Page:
As a partisan officer I never knew his superior. His daring was proverbial; his power of endurance almost incredible; his tone of character heroic; and his sagacity almost intuitive in divining the purposes and movements of the enemy.The main body of General Jackson's command had now reached Port Republic, a village situated in the angle formed by the junction of the  North and South Rivers, tributaries of the south fork of the Shenandoah. Over the North River was a wooden bridge, connecting the town with Harrisonburg. Over the South River there was a ford. Jackson's immediate command was encamped on the high ground north of the village and about a mile from the river. Ewell was some four miles distant, near the road leading from Harrisonburg to Port Republic. General Fremont had arrived with his forces in the vicinity of Harrisonburg, and General Shields was moving up the east side of the Shenandoah, and had reached Conrad's Store. Each was about fifteen miles distant from Jackson's position. To prevent a junction, the bridge over the river, near Shields' position, had been destroyed. As the advance of General Shields approached on the 8th, the brigades of Taliaferro and Winder were ordered to occupy positions immediately north of the bridge. The enemy's cavalry, accompanied by artillery, then appeared, and, after directing a few shots toward the bridge, crossed South River, and, dashing into the village, planted one of their pieces at the southern entrance of the bridge. Meantime our batteries were placed in position, and, Taliaferro's brigade having approached the bridge, was ordered to dash across, capture the piece, and occupy the town. This was gallantly done, and the enemy's cavalry dispersed and driven back, abandoning another gun. A considerable body of infantry was now seen advancing, when our batteries opened with marked effect, and in a short time the infantry followed the cavalry, falling back three miles. They were pursued about a mile by our batteries on the opposite bank, when they disappeared in a wood. This attack of Shields had scarcely been repulsed when Ewell became seriously engaged with Fremont, moving on the opposite side of the river. The enemy pushed forward, driving in the pickets, which, by gallant resistance, checked their advance until Ewell had time to select his position on a commanding ridge, with a rivulet and open ground in front, woods on both flanks, and the road to Port Republic intersecting his line. Trimble's brigade was posted on the right, the batteries of Courtney, Lusk, Brockenbrough, and Rains in the center, Stuart's brigade on the left, and Elzey's in rear of the center. Both wings were in the woods. About ten o'clock the enemy posted his artillery opposite our batteries, and a fire was kept up for several hours, with great spirit on both sides. Meantime a brigade of the enemy advanced, under cover, upon General Trimble, who reserved his fire until they reached short range, when he poured forth a deadly volley, under which they fell back; Trimble, supported by two regiments of Elzey's reserve, now advanced, with spirited skirmishing, more than a mile from his original line,  driving the opposing force back to its former position. Ewell, finding no attack on his left was designed by the enemy, advanced and drove in their skirmishers, and at night was in position on ground previously occupied by the foe. This engagement has generally been known as the battle of Cross Keys. As General Shields made no movement to renew the action of the 8th, General Jackson determined to attack him on the 9th. Accordingly, Ewell's forces were moved at an early hour toward Port Republic, and General Trimble was left to hold Fremont in check, or, if hard pressed, to retire across the river and burn the bridge, which subsequently was done, under orders to concentrate against Shields. Meanwhile the enemy had taken position about two miles from Port Republic, their right on the river bank, their left on the slope of the mountain which here threw out a spur, between which and the river was a smooth plain of about a thousand yards wide. On an elevated plateau of the mountain was placed a battery of long-range guns to sweep the plain over which our forces must pass to attack. In front of that plateau was a deep gorge, through which flowed a small stream, trending to the southern side of the promontory, so as to leave its northern point in advance of the southern. The mountainside was covered with dense wood. Such was the position which Jackson must assail, or lose the opportunity to fight his foe in detail—the object for which his forced marches had been made, and on which his best hopes depended. General Winder's brigade moved down the river to attack, when the enemy's battery upon the plateau opened, and it was found to rake the plain over which we must approach for a considerable distance in front of Shields' position. Our guns were brought forward, and an attempt made to dislodge the battery of the enemy, but our fire proved unequal to theirs, whereupon General Winder, having been reenforced, attempted by a rapid charge to capture it, but encountered such a heavy fire of artillery and small arms as to compel his command, composed of his own and another brigade, with a light battery, to fall back in disorder. The enemy advanced steadily, and in such numbers as to drive back our infantry supports and render it necessary to withdraw our guns. Ewell was hurrying his men over the bridge, and there was no fear, if human effort would avail, that he would come too late. But the condition was truly critical. General Taylor describes his chief at that moment thus: ‘Jackson was on the road, a little in advance of his line, where the fire was hottest, with reins on his horse's neck, seemingly in prayer. Attracted by my approach, he said, in his usual voice, “Delightful excitement.” ’  He then briefly gave Taylor instructions to move against the battery on the plateau, and sent a young officer from his staff as a guide. The advance of the enemy was checked by an attack on his flank by two of our regiments, under Colonel Scott; this was only a temporary relief, however, for this small command was soon afterward driven back to the woods, with severe loss. Our batteries during the check were all safely withdrawn except one six-pounder gun. In this critical condition of Winder's command, General Taylor made a successful attack on the left and rear of the enemy, which diverted attention from the front, and led to a concentration of his force upon him. Moving to the right along the mountain acclivity, he was unseen before he emerged from the wood, just as the loud cheers of the enemy proclaimed their success in front. Although opposed by a superior force in front and flank, and with their guns in position, with a rush and shout the gorge was passed, impetuously the charge was made, and the battery of six guns fell into our hands. Three times was this battery lost and won in the desperate and determined efforts to capture and recover it, and the enemy finally succeeded in carrying off one of the guns, leaving both caisson and limber. Thus occupied with Taylor, the enemy halted in his advance, and formed a line facing the mountain. Winder succeeded in rallying his command, and our batteries were replaced in their former positions. At the same time reenforcements were brought by General Ewell to Taylor, who pushed forward with them, assisted by the welldirected fire of our artillery. Of this period in the battle, than which there has seldom been one of greater peril, or where danger was more gallantly met, I copy a description from the work of General Taylor:
The fighting in and around the battery was hand-to-hand, and many fell from bayonet-wounds. Even the artillerymen used their rammers in a way not laid down in the manual, and died at their guns. I called for Hayes, but he, the promptest of men, and his splendid regiment could not be found. Something unexpected had occurred, but there was no time for speculation. With a desperate rally, in which I believe the drummer-boys shared, we carried the battery for the third time, and held it. Infantry and riflemen had been driven off, and we began to feel a little comfortable, when the enemy, arrested in his advance by our attack, appeared. He had countermarched, and, with left near the river, came into full view of our situation. Wheeling to the right, with colors advanced, like a solid wall he marched straight upon us. There seemed nothing left but to set our back to the mountain and die hard. At the instant, crashing through the underwood, came Ewel, outriding staff and escort. He produced the effect of a reenforcement, and was welcomed with cheers. The line before us halted and threw forward skirmishers. A moment later a shell came shrieking along it, loud  Confederate cheers reached our delighted ears, and Jackson, freed from his toils, rushed up like a whirlwind.7The enemy, in his advance, had gone in front of the plateau where his battery was placed, the elevation being sufficient to enable the guns without hazard to be fired over the advancing line; so, when he commenced retreating, he had to pass by the position of this battery, and the captured guns were effectively used against him—that dashing old soldier, ‘Ewell, serving as a gunner.’ Mention was made of the inability to find Hayes when his regiment was wanted. It is due to that true patriot, who has been gathered to his fathers, to add Taylor's explanation: ‘Ere long my lost Seventh Regiment, sadly cut up, rejoined. This regiment was in rear of the column when we left Jackson to gain the path in the woods, and, before it filed out of the road, his thin line was so pressed that Jackson ordered Hayes to stop the enemy's rush. This was done, for the Seventh would have stopped a herd of elephants—but at a fearful cost.’ The retreat of the enemy, though it was so precipitate as to cause him to leave his killed and wounded on the field, was never converted into a rout. ‘Shields's brave ‘boys’ preserved their organization to the last; and, had Shields himself, with his whole command, been on the field, we should have had tough work indeed.’ The pursuit was continued some five miles beyond the battlefield, during which we captured four hundred fifty prisoners, some wagons, one piece of abandoned artillery, and about eight hundred muskets. Some two hundred seventy-five wounded were paroled in the hospitals near Port Republic. On the next day Fremont withdrew his forces, and retreated down the Valley. The rapid movements of Jackson, the eaglelike swoop with which he had descended upon each army of the enemy, and the terror which his name had come to inspire, created a great alarm at Washington, where it was believed he must have an immense army, and that he was about to come down like an avalanche upon the capital. Milroy, Banks, Fremont, and Shields were all moved in that direction, and peace again reigned in the patriotic and once happy Valley of the Shenandoah. The material results of this very remarkable campaign are thus summarily stated by one who had special means of information:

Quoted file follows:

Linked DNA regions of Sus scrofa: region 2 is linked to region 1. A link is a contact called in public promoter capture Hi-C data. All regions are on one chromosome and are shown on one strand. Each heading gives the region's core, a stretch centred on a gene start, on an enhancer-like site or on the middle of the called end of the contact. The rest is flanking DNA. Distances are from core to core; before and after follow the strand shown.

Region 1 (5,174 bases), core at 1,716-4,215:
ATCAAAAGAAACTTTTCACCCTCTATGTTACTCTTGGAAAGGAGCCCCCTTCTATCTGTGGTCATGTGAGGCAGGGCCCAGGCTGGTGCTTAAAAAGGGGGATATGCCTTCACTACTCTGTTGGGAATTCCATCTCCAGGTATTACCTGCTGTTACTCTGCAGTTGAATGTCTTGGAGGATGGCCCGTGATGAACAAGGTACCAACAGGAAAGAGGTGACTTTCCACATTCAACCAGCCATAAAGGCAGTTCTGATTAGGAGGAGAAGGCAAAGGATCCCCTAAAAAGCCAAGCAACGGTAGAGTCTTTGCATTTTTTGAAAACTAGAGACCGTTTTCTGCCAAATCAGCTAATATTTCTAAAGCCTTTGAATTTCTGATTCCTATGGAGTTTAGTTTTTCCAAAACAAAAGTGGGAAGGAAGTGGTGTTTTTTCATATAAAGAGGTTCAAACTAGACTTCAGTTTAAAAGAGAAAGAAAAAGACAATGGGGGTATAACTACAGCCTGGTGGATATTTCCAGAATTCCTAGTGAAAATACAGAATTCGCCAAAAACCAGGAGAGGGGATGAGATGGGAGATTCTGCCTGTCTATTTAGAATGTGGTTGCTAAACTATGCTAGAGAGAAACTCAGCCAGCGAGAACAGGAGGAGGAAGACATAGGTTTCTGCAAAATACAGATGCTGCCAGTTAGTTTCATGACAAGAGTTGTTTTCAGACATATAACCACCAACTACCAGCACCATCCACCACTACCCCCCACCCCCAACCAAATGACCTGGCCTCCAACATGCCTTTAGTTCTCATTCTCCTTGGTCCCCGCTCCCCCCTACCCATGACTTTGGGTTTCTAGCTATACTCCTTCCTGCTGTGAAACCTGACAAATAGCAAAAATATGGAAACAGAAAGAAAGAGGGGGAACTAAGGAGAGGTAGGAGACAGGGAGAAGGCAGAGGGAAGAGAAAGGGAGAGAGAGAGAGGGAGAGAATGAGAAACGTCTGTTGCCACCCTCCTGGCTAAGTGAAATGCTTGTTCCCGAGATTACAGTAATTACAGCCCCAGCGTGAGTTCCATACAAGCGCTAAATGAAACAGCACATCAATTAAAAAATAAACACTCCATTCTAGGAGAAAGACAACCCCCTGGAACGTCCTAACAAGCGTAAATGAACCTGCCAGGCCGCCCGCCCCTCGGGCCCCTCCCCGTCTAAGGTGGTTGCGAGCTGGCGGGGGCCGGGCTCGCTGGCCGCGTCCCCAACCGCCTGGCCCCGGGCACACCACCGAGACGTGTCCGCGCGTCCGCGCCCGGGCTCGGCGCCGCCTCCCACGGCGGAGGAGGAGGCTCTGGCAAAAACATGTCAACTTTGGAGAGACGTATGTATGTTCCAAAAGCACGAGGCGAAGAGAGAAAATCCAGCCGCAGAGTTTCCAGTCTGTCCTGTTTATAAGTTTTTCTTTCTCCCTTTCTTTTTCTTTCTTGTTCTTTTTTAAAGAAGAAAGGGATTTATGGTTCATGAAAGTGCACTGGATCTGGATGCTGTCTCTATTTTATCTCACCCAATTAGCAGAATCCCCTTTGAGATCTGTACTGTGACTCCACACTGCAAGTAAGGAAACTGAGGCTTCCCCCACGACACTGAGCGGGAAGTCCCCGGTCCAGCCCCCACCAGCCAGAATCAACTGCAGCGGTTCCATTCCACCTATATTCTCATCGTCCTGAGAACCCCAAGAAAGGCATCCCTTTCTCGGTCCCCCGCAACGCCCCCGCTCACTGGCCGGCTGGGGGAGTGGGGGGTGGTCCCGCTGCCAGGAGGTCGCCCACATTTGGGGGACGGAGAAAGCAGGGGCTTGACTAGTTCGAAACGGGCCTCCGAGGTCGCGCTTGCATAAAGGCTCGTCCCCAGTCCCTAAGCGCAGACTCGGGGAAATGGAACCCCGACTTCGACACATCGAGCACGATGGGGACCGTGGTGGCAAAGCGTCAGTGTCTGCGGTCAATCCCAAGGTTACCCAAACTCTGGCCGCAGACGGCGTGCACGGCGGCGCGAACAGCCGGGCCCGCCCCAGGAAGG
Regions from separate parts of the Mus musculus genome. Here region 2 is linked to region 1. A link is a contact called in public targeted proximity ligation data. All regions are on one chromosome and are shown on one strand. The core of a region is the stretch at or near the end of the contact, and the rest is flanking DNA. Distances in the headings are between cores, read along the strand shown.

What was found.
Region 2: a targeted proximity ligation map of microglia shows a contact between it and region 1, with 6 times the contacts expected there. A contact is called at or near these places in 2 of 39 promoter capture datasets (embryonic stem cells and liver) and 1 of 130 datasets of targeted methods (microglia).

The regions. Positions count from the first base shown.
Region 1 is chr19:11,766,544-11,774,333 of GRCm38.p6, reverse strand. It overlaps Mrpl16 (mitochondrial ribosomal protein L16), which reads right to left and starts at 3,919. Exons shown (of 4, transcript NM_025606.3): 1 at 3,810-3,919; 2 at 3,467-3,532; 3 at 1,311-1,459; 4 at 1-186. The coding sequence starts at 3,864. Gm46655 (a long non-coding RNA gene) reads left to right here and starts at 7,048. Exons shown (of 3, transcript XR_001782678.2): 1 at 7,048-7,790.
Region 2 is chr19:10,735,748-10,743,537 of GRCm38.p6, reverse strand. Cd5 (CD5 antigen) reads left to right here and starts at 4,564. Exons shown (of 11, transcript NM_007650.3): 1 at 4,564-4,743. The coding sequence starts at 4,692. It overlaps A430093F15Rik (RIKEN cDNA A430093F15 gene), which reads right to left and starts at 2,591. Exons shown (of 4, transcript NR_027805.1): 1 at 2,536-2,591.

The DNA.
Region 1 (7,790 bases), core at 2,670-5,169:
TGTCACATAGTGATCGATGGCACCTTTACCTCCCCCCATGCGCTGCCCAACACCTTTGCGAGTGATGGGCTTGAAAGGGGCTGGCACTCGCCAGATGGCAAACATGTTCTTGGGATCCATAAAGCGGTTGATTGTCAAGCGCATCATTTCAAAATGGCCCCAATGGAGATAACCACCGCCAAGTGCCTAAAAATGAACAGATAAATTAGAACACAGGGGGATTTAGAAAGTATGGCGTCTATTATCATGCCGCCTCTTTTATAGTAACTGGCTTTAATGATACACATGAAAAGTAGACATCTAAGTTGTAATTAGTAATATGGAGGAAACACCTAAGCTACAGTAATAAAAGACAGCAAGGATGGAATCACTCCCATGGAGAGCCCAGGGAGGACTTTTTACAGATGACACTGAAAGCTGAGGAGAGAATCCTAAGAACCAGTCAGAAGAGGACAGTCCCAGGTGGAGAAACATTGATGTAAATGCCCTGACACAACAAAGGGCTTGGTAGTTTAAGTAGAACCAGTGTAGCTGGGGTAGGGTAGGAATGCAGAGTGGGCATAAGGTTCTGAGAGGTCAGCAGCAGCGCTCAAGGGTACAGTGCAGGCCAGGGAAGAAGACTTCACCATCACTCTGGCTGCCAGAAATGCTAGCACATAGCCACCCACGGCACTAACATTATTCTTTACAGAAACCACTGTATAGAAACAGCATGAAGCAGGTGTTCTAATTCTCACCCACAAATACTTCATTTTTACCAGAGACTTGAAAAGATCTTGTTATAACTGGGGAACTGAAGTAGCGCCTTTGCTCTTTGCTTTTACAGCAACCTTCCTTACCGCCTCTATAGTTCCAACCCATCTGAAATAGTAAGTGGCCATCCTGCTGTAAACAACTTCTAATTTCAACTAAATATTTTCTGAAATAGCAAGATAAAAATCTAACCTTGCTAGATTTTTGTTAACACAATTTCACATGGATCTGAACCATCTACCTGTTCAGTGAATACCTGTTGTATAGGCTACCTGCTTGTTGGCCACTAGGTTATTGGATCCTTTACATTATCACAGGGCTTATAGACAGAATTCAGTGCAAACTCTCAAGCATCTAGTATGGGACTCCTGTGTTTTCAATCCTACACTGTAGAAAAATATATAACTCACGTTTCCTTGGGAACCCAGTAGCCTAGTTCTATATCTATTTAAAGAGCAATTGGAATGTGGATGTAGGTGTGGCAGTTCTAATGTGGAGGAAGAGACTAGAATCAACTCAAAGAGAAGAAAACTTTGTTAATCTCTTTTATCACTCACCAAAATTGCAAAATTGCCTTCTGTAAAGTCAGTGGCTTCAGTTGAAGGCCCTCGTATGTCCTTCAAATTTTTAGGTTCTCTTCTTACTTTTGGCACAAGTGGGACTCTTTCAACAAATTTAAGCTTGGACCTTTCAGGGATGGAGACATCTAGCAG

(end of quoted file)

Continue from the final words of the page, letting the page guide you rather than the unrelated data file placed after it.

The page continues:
In three months Jackson had marched six hundred miles, fought four pitched battles, seven minor engagements, and daily skirmishes; had defeated four armies, captured seven pieces of artillery, ten thousand stand of arms, four thousand prisoners, and a very great amount of stores, inflicting upon his adversaries a  known loss of two thousand men, with a loss upon his own part comparatively small.8The general effect upon the affairs of the Confederacy was even more important, and the motives which influenced Jackson present him in a grander light than any military success could have done. Thus, on March 20, 1862, he learned that the large force of the enemy before which he had retired was returning down the Valley, and, divining the object to be to send forces to the east side of the mountain to cooperate in the attack upon Richmond, General Jackson, with his small force of about three thousand infantry and two hundred ninety cavalry, moved with his usual celerity in pursuit. He overtook the rear of the column at Kernstown, attacked a very superior force he found there, and fought with such desperation as to impress the enemy with the idea that he had a large army; therefore, the detachments, which had already started for Manassas, were recalled, and additional forces were also sent into the Valley. Nor was this all. McDowell's corps, under orders to join Mc-Clellan, was detained for the defense of the Federal capital. Jackson's bold strategy had effected the object for which his movement was designed, and he slowly retreated to the south bank of the Shenandoah, where he remained undisturbed by the enemy, and had time to recruit his forces, which, by April 28th, amounted to six or seven thousand men. General Banks had advanced and occupied Harrisonburg, about fifteen miles from Jackson's position. Fremont, with a force estimated at fifteen thousand men, was reported to be preparing to join Bank's command. The alarm at Washington had caused McDowell's corps to be withdrawn from the upper Rappahannock to Fredericksburg. Jackson, anxious to take advantage of the then divided condition of the enemy, sent to Richmond for reenforcements, but our condition there did not enable us to furnish any, except the division of Ewell, which had been left near Gordonsville in observation of McDowell, now by his withdrawal made disposable, and the brigade of Edward Johnson, which confronted Schenck and Milroy near to Staunton. Jackson, who, when he could not get what he wanted, did the best he could with what he had, called Ewell to his aid, left him to hold Banks in check, and marched to unite with Johnson; the combined forces attacked Milroy and Schenck, who, after a severe conflict, retreated in the night to join Fremont. Jackson then returned toward Harrisonburg, having ordered Ewell to join him for an attack on Banks, who in the meantime had retreated toward Winchester,  where Jackson attacked and defeated him, inflicting great loss, drove him across the Potomac, and, as has been represented, filled the authorities at Washington with such dread of its capture as to disturb the previously devised plans against Richmond, and led to the operations which have already been described, and brought into full play Jackson's military genius. In all these operations there conspicuously appears the self-abnegation of a devoted patriot. He was not seeking by great victories to acquire fame for himself; always alive to the necessities and dangers elsewhere, he heroically strove to do what was possible for the general benefit of the cause he maintained. His whole heart was his country's, and his whole country's heart was his.